Consignor Offers Selection with the Diversity of Today’s Collectors in Mind
(Toronto – November 9, 2015) – This November, Consignor Canadian Fine Art offers exceptional examples of Canadian art for emerging and seasoned collectors alike. Consignor’s specialists have carefully selected artworks that, together, compose an auction that caters to the interests of a diverse group of collectors. The fall auction includes a range of styles and periods, from landscapes by the Group of Seven, John William Beatty, and Frederick Loveroff, to modern abstracts by Jean Paul Riopelle and Gershon Iskowitz, and a compelling sculpture by acclaimed prairie artist Ivan Eyre. More than 120 artworks will be open for bidding online between November 18 and 25, 2015.
Previews for the November auction are unparalleled in the industry, lasting several weeks leading to the bidding’s close online at www.consignor.ca. Consignor’s innovative model is ideal for emerging collectors who are still familiarizing themselves with an artist’s work and navigating their own interests as they learn. Because of the extensive duration of the auction preview, collectors can return to the gallery space at 326 Dundas Street West several times to view the artwork, speak with a specialist, and get comfortable with the auction process. President and Art Specialist, Rob Cowley, explains, “Our clients enjoy an inviting auction experience which includes the personalized service of our extended preview time and the convenience of online bidding. This season we also have the pleasure of ameliorating the bidding process by pushing the close to 7:00pm, giving our clients the space to conveniently view the auction and bid in comfort.”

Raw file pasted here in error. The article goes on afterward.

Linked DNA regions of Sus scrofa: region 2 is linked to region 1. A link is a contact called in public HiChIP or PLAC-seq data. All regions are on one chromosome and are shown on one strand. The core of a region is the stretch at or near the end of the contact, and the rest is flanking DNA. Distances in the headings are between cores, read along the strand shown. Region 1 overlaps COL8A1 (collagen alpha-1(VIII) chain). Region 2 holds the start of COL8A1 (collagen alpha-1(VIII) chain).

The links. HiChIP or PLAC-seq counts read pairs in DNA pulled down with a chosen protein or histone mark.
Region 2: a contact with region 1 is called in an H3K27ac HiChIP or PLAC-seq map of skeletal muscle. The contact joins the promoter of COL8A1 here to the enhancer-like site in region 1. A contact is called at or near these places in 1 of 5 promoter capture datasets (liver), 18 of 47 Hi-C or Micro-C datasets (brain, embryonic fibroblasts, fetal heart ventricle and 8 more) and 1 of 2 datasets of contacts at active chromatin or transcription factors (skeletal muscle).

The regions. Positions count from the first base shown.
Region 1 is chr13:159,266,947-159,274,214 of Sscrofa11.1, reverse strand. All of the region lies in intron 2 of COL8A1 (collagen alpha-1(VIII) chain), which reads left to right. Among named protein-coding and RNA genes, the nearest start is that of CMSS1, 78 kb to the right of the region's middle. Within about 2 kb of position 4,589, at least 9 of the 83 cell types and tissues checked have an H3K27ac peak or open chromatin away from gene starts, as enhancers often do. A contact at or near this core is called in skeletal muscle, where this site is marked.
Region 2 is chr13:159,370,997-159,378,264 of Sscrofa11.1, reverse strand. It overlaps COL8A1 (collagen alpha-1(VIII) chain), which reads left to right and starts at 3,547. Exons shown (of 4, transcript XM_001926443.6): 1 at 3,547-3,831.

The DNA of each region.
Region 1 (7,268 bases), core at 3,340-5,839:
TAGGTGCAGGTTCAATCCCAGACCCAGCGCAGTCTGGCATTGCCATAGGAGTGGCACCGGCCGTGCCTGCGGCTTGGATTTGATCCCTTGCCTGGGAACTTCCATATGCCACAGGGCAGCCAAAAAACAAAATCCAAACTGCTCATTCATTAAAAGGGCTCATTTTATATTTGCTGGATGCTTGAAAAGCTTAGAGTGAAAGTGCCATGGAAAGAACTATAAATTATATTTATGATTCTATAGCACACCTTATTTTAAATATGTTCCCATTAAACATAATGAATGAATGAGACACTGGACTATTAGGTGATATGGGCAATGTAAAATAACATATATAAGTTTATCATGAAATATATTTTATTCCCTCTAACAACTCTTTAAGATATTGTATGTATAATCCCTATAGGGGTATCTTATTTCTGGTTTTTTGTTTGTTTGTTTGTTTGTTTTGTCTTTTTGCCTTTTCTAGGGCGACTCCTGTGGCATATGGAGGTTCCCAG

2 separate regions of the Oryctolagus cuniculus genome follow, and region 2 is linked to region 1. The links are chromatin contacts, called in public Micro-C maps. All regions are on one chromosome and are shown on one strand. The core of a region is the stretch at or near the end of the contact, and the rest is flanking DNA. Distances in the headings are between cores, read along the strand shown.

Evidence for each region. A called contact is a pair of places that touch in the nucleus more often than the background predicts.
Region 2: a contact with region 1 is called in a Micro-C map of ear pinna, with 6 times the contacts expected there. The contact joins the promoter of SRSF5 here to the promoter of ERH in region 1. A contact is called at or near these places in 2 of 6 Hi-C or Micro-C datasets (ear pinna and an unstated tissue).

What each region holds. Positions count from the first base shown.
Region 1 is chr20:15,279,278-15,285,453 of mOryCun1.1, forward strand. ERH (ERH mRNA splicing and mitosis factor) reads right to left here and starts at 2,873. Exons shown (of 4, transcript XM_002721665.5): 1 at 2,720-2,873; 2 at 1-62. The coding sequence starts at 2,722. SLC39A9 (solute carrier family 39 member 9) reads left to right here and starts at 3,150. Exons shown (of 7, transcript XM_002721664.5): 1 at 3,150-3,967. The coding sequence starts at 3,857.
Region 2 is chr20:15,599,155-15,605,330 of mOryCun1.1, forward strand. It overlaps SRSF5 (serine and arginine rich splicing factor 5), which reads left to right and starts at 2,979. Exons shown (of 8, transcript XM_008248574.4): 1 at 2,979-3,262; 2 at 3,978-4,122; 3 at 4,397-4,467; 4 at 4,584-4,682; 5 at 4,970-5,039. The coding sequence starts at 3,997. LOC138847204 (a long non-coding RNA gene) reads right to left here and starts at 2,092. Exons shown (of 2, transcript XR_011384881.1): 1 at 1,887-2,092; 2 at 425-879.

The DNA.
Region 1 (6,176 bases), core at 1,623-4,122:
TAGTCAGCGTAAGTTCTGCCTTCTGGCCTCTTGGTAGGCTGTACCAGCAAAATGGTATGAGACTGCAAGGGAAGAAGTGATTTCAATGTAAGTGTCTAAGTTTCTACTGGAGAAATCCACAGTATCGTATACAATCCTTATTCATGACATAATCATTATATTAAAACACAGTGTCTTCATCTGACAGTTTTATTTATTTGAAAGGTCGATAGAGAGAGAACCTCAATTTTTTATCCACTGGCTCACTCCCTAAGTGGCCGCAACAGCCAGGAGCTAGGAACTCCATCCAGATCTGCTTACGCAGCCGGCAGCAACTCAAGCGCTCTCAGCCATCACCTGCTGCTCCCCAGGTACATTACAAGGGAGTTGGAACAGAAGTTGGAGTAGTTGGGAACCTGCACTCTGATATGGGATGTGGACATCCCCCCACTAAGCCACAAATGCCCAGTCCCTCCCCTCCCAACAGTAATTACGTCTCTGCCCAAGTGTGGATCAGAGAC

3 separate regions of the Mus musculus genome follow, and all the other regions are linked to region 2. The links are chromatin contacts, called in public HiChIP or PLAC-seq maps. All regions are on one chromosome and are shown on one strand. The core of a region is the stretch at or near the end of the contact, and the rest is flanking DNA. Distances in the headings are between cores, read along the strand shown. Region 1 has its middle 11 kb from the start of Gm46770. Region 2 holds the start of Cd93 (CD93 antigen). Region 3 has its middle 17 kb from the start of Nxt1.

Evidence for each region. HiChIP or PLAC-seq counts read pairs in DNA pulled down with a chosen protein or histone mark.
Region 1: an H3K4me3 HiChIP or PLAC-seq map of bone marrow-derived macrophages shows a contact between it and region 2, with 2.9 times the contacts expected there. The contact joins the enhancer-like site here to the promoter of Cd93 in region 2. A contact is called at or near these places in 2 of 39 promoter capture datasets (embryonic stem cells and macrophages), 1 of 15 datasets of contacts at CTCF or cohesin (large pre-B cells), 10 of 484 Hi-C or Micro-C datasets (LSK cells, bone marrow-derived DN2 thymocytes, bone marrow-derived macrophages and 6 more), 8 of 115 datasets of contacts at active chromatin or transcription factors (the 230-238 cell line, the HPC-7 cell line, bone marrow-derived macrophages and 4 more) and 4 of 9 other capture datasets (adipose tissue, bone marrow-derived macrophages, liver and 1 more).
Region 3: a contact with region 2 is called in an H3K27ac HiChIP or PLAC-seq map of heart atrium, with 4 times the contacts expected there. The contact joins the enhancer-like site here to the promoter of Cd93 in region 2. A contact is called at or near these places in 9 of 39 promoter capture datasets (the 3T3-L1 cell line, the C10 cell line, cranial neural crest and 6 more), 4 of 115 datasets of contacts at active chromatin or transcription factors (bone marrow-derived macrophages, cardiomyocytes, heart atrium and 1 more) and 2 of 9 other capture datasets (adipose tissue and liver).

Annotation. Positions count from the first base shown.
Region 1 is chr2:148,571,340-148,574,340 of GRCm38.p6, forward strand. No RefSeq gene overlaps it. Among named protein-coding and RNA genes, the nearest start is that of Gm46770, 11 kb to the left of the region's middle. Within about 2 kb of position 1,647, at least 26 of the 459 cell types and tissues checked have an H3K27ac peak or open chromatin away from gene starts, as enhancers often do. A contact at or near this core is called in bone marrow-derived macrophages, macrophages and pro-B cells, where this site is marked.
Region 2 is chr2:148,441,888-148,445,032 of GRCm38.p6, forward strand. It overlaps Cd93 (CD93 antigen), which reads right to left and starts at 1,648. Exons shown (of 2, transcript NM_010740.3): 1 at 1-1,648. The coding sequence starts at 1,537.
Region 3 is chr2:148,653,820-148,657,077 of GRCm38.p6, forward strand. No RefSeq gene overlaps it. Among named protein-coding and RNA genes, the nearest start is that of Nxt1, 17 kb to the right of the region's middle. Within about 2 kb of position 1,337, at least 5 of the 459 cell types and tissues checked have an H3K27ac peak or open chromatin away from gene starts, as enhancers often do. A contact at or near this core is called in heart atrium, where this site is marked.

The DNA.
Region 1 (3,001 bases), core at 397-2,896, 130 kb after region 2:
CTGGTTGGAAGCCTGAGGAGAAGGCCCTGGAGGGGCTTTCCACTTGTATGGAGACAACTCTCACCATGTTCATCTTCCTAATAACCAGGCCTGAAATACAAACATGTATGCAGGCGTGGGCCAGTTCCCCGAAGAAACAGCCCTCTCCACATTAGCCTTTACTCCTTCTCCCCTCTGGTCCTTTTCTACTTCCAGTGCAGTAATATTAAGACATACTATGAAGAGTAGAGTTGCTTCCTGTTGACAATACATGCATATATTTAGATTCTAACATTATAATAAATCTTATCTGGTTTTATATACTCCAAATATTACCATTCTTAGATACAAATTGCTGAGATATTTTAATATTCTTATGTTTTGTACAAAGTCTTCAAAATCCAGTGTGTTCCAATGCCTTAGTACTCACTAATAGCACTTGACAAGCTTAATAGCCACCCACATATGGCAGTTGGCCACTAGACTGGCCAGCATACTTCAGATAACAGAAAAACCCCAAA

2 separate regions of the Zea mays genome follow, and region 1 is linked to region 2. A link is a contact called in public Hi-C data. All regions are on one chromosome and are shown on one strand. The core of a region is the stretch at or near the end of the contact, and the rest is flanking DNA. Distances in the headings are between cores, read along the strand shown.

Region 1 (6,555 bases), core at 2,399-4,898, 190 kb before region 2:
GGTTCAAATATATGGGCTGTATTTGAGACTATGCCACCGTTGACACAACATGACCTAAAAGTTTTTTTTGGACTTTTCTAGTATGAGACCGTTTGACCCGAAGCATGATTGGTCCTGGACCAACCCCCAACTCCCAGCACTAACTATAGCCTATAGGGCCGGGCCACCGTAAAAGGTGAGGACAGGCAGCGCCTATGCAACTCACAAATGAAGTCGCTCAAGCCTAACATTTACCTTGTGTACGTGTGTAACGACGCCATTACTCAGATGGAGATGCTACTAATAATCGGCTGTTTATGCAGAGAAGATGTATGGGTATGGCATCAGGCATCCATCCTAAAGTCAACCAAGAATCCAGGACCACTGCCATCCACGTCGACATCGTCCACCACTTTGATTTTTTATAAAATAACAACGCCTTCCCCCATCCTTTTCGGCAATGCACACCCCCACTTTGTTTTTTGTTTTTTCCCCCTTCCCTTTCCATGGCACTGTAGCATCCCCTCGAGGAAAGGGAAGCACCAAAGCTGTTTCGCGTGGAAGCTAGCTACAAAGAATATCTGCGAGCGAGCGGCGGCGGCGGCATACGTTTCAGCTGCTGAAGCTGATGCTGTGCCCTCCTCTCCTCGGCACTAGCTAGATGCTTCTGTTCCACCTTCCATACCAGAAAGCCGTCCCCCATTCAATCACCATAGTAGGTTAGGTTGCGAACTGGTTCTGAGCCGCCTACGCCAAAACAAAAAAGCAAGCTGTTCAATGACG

Auction highlights include Gershon Iskowitz’s Violet – A, the 1979 canvas estimated to fetch between $20,000 and $30,000. Blues, purples, greens and yellow radiate from this lively abstract painting, capturing the essence of the artist’s most celebrated style. Another Canadian giant on offer is Jean Paul Riopelle, with four artworks available, including a stimulating oval shaped canvas, Sans titre (PM16). Thickly painted in the style for which he is most recognized, Sans titre (PM16) is estimated between $30,000 and $40,000.
For collectors interested in more historical artwork, a rare large oil on canvas by Frederick Loveroff entitled The Portage ($20,000 – $30,000) depicts a landscape typical of his Group of Seven contemporaries, yet distinct in its human presence. Portaging was a physically demanding but essential method of transportation for artists during the first half of the twentieth century who wished to experience the rugged Canadian wilderness. Loveroff’s depiction is a rarely seen perspective in historical paintings from this time.
Three contemplative artworks by celebrated prairie artist William Kurelek round out this season’s offerings. To My Father’s Village ($10,000 – $15,000) commemorates a significant moment in the artist’s life as he travelled to his father’s village in the Ukraine soon before he passed away. Kurelek had a deep and complex relationship with his father and, as a first generation Canadian, Kurelek felt compelled to visually explore his family’s roots and his generation’s immigrant stories in the prairies and in Toronto.